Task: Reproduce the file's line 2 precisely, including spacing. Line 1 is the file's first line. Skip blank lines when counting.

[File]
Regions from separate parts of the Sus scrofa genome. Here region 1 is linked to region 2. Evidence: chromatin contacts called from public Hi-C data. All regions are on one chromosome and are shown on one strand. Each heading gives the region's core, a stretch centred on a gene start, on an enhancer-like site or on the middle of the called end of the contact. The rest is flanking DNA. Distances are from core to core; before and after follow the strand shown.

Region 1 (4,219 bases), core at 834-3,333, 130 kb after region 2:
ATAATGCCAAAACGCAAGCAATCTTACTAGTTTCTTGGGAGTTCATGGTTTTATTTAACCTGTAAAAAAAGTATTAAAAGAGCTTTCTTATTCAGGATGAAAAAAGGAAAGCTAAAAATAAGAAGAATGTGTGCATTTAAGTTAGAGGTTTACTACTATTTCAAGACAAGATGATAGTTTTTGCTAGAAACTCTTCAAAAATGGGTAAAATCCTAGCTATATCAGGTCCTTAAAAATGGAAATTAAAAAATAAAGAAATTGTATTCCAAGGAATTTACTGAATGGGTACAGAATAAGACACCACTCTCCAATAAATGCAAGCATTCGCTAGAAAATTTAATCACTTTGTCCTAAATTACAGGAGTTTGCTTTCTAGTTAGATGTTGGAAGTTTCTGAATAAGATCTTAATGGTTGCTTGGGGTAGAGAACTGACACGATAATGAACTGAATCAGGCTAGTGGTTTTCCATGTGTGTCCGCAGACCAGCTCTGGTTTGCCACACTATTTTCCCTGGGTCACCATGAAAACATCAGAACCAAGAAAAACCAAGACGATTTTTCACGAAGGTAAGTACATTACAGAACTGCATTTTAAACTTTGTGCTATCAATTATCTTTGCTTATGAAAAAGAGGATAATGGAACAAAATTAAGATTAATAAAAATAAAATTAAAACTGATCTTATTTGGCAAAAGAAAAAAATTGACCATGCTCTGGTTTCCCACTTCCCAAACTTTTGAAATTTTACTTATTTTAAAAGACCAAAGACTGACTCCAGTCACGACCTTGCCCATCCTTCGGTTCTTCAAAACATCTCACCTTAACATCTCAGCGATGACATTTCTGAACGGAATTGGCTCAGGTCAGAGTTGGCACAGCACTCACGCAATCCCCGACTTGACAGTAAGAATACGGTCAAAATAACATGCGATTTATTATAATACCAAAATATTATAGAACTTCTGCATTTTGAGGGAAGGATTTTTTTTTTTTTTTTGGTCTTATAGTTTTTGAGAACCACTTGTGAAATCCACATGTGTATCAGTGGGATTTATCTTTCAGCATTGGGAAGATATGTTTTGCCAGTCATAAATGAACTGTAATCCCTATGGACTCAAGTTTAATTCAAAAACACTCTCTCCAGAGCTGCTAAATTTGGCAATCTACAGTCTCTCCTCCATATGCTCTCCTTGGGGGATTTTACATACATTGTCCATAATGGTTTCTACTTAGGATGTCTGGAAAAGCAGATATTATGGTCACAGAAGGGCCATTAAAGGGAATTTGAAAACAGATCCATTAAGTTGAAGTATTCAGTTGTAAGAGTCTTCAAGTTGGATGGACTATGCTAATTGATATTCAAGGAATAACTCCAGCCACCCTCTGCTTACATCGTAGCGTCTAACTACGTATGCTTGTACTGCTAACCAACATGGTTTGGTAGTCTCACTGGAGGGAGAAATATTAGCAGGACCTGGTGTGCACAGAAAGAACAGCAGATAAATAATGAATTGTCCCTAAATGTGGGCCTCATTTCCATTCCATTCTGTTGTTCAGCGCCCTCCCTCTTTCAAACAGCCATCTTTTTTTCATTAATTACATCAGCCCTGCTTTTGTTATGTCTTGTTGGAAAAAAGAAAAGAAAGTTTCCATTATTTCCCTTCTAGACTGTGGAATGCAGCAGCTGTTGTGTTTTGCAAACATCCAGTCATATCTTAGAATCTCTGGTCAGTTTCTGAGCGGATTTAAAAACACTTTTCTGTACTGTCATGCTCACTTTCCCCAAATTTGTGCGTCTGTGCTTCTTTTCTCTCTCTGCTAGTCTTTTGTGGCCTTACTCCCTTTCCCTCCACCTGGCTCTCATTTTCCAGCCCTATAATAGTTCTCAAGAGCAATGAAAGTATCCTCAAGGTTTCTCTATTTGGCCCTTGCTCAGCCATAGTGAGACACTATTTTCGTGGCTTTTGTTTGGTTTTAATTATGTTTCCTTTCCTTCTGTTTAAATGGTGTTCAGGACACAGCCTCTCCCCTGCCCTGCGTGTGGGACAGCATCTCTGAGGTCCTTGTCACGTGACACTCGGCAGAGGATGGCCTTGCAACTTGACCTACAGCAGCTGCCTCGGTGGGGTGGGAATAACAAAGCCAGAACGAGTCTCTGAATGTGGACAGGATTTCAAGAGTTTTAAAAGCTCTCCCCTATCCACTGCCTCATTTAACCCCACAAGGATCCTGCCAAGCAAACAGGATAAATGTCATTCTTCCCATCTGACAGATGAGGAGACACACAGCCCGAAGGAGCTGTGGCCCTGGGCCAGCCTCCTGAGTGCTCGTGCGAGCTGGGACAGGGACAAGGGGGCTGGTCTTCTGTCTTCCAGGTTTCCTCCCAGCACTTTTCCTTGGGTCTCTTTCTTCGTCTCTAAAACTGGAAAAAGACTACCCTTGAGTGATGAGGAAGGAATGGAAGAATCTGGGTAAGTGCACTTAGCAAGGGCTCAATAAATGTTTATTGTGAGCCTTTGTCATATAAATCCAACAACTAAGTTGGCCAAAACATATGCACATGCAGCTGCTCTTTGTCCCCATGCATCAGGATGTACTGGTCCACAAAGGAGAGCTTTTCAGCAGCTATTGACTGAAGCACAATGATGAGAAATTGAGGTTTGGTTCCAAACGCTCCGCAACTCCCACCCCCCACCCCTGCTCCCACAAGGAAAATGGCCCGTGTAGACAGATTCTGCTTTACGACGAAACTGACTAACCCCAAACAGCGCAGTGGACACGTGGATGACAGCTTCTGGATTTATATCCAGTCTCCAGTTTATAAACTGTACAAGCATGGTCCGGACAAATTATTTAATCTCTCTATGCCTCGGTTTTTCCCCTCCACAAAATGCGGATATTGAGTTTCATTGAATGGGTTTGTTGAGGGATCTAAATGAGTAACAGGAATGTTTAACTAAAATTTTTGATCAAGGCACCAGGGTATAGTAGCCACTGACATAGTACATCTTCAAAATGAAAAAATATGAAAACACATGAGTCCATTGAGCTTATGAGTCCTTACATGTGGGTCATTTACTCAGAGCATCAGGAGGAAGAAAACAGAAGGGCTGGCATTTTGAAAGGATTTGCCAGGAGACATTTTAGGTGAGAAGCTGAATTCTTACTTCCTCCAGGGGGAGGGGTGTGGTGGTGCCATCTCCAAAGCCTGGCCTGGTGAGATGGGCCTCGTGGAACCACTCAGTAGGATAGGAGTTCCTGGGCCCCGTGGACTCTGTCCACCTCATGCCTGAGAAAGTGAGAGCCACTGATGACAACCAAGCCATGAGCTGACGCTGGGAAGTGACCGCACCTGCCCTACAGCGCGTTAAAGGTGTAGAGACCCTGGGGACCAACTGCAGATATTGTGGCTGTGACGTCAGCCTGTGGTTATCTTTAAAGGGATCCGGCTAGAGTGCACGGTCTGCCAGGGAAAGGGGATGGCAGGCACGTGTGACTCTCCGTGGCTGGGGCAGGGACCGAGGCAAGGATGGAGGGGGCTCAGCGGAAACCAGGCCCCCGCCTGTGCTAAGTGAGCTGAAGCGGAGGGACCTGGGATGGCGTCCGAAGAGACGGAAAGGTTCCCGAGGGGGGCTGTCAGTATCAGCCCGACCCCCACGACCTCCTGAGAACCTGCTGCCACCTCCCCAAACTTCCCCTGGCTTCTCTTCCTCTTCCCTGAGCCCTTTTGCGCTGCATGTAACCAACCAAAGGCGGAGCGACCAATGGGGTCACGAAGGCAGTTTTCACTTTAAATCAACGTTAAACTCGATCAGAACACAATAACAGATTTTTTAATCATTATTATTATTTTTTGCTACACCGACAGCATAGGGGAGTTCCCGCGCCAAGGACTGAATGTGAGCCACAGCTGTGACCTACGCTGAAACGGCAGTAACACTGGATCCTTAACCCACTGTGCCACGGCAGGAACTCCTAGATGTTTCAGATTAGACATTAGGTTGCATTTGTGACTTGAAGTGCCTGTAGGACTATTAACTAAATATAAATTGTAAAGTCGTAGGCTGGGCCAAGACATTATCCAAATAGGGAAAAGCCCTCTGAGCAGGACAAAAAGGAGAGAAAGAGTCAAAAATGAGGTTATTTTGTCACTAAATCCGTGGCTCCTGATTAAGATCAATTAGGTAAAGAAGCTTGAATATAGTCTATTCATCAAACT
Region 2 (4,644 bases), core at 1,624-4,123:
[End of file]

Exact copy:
Region 1 (4,219 bases), core at 834-3,333, 130 kb after region 2: